Indiana Photographers, Coming Home

Note from the Editor: I moved to Indianapolis 6 years ago from the NYC area. In my time here I’ve noticed that Indy natives often speak wistfully about leaving, and there is a common perception that moving away is always moving up. As an expatriate to Indy who has lived in a lot of places around the world, I find that attitude fascinating–because in my view there is so much to love about Indianapolis that is missing in the shinier corners of the world. In this issue I wanted to feature the work of photographers who had moved away from Indy for a time, but then returned and are elevating the scene here with their craft. -Nasreen Khan, Art Editor

Ben Rose

Ben Rose is a multi-disciplinary artist born in Indianapolis, who was adopted and grew up in an Indiana farm town. Cultural identity has always been a driving factor in his pursuit of many artistic mediums. Having gained a reputation as a spoken word artist in the late 90’s as well as a professional stage actor and videographer in the early 2000’s Rose has spent time cultivating his skills in Theatre, Photography, Filmmaking, and Community Building. Currently with a grant from 16Tech he is in production on a documentary of Haughville USA in Indianapolis, where he has been doing community work for the past 3 years. In 2022 he was awarded the Creative Renewal Grant from the Arts Council of Indianapolis.

“Photography absolutely gave me a better eye, and forced me to break my concepts and images down into a single frame. If you can communicate in a provocative way through a single frame, it’s much easier to expand through other mediums from there.”

Interview by Nasreen Khan

NK-Tell us a little about yourself, your connection to Indiana and your start in Photography. Why did this medium draw you?

BR-I was born in Indianapolis but adopted and raised in Tipton County. Most of my adult life has been in Indianapolis, but mid 2000’s I had been living in Atlanta, Georgia and was moving back to Indy when I started my photography journey. I was a 38 year old student at the Indianapolis Arts Institute and created a lot of portrait and landscape photography. I’ve always been a multi-disciplined artist, and self-taught videography was how I made a living. Studying photography changed all my sensibilities around composition, lighting, and color theory. I had never studied those elements in a formal way, but already was working as a videographer. Understanding the mechanics of a camera helped me understand how the human eye worked and helped me translate that into a deepened understanding of the art form.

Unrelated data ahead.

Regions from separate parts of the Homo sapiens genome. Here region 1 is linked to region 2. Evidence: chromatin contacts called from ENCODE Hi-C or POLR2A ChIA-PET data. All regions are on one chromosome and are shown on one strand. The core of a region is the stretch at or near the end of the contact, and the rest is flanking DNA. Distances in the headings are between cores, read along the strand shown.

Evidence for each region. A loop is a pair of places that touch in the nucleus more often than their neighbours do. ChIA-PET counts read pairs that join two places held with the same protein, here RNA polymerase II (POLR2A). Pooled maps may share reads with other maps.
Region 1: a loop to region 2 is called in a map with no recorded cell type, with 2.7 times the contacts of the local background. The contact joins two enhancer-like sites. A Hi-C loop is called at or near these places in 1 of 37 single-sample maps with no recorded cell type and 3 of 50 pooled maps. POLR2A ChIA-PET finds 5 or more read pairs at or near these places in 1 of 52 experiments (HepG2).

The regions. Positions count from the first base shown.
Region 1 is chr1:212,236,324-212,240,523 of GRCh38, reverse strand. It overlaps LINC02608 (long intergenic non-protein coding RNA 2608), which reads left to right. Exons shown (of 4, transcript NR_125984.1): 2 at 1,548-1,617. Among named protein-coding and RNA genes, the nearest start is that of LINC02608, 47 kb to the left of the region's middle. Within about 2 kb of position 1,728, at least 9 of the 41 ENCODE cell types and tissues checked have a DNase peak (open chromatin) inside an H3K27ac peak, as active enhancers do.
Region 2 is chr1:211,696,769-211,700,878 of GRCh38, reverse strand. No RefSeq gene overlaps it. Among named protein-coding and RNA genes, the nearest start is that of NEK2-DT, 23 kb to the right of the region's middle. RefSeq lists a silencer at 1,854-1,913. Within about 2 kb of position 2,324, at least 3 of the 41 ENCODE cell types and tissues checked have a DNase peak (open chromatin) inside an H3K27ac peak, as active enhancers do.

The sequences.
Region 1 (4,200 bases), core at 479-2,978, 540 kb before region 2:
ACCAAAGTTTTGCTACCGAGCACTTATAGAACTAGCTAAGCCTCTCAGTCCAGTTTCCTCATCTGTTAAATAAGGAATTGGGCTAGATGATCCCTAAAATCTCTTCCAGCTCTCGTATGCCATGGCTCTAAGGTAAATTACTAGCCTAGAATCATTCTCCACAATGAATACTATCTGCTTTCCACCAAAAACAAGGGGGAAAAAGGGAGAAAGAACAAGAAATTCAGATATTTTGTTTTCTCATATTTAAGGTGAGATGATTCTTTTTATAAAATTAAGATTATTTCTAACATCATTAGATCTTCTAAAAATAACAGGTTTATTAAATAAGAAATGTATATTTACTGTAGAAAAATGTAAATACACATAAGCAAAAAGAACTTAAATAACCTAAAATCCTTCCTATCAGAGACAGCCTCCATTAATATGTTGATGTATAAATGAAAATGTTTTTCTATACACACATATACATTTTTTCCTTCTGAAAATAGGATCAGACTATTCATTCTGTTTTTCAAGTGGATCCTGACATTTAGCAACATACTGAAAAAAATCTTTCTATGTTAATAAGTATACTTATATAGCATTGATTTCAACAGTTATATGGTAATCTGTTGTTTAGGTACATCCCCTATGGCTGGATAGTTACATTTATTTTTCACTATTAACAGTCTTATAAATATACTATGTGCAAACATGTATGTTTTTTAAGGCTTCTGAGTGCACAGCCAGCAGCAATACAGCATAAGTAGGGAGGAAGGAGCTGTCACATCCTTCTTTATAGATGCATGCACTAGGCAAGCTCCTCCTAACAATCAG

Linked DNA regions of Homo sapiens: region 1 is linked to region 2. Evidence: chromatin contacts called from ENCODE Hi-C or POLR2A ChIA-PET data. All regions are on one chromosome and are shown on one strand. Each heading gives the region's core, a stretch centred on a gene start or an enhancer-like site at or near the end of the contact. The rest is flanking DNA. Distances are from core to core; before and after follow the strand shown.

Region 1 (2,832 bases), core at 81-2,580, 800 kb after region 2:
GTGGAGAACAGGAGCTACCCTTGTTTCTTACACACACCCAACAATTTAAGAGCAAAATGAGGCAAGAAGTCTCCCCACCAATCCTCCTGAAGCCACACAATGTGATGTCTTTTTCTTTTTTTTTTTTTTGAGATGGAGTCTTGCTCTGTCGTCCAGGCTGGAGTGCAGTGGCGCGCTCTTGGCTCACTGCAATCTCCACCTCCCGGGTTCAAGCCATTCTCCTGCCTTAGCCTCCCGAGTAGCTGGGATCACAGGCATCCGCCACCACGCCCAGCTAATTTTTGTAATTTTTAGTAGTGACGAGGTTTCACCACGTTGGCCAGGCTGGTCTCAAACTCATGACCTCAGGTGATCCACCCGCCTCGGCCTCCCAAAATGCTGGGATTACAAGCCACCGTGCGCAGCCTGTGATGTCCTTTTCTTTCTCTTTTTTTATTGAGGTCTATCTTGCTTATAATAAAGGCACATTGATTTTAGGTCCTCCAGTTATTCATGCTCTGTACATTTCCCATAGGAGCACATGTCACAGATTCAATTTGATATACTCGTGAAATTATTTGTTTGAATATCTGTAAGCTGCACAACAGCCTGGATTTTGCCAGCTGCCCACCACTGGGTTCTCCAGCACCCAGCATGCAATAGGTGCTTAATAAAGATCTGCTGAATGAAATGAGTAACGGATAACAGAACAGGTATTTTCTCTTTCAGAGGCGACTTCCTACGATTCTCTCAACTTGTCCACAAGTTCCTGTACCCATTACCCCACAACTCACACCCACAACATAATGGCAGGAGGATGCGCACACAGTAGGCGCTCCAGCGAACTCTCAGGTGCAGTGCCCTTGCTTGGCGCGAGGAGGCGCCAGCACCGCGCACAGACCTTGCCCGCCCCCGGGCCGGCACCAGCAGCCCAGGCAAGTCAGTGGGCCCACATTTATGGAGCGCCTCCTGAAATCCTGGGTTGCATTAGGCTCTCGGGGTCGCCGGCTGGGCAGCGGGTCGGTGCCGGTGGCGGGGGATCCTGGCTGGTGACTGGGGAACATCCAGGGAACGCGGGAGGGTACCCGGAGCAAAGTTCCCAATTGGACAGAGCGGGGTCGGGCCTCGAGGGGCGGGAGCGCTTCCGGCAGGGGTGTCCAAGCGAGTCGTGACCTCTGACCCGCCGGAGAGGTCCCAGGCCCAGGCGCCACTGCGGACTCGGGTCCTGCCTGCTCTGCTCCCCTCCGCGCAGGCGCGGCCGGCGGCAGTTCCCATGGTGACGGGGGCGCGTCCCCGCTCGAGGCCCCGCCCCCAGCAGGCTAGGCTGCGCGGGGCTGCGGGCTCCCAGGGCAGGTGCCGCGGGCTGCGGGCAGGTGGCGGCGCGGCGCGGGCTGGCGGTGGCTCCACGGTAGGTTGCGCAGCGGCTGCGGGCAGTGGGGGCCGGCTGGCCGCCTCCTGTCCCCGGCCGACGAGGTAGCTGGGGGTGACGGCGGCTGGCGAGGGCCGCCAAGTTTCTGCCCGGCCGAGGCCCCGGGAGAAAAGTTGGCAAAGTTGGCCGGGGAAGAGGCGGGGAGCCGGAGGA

NK-Can you share a little about your photography practice? What are subjects/techniques/ formats that attract you? What does a typical session of shooting look like for you? What do you admire in other photographers’ work?

BR-I utilize a lot of slow shutter and lens pulling in single exposures without photoshop, layering or post digital manipulation. To break down these techniques for the lay person–the longer that you leave the shutter open, its like holding your eye open instead of closing the lid. It produces a blurred image you wouldn’t get with a faster shutter speed creating a distorted image. I have played with this technique to get  abstracts of murals, buildings, and people.

NK-What draws you to the abstract?

BR-I like the ethereal look it creates–it seems like it is pulling a spirit out of the picture, a fourth dimension type of representation. I think it captures or visually pulls the soul of a piece into the frame. My work is often built off public murals and manipulating other artist’s work. Some might find that plagiaristic in ways similar to a Hip Hop producer sampling music, even though my images turn out vastly different from the original work.

I think it’s worth discussing how in some ways all photographers are capturing or stealing other people’s work, down to the actual physical bodies presented to the lens. Photographers are artists who create, but so much of the platform is based on capturing things that already exist-when you create a painting you are making something that doesn’t yet exist, a photograph is retelling of something that already exists. A lot of the time people don’t think that when you let someone take your picture, they are capturing your face or body, a body that you have in many ways created and sculpted over 30 years or 80 years in a much more reproductive way than a painting or drawing. Photographers are often capturing the creations of other people -the understanding of the mechanics of the camera is the art form, but the base material is someone else’s creation wether that is nature, a car, or a human body. The art is in the manipulation of image technology and what that yields is different from photographer to photographer.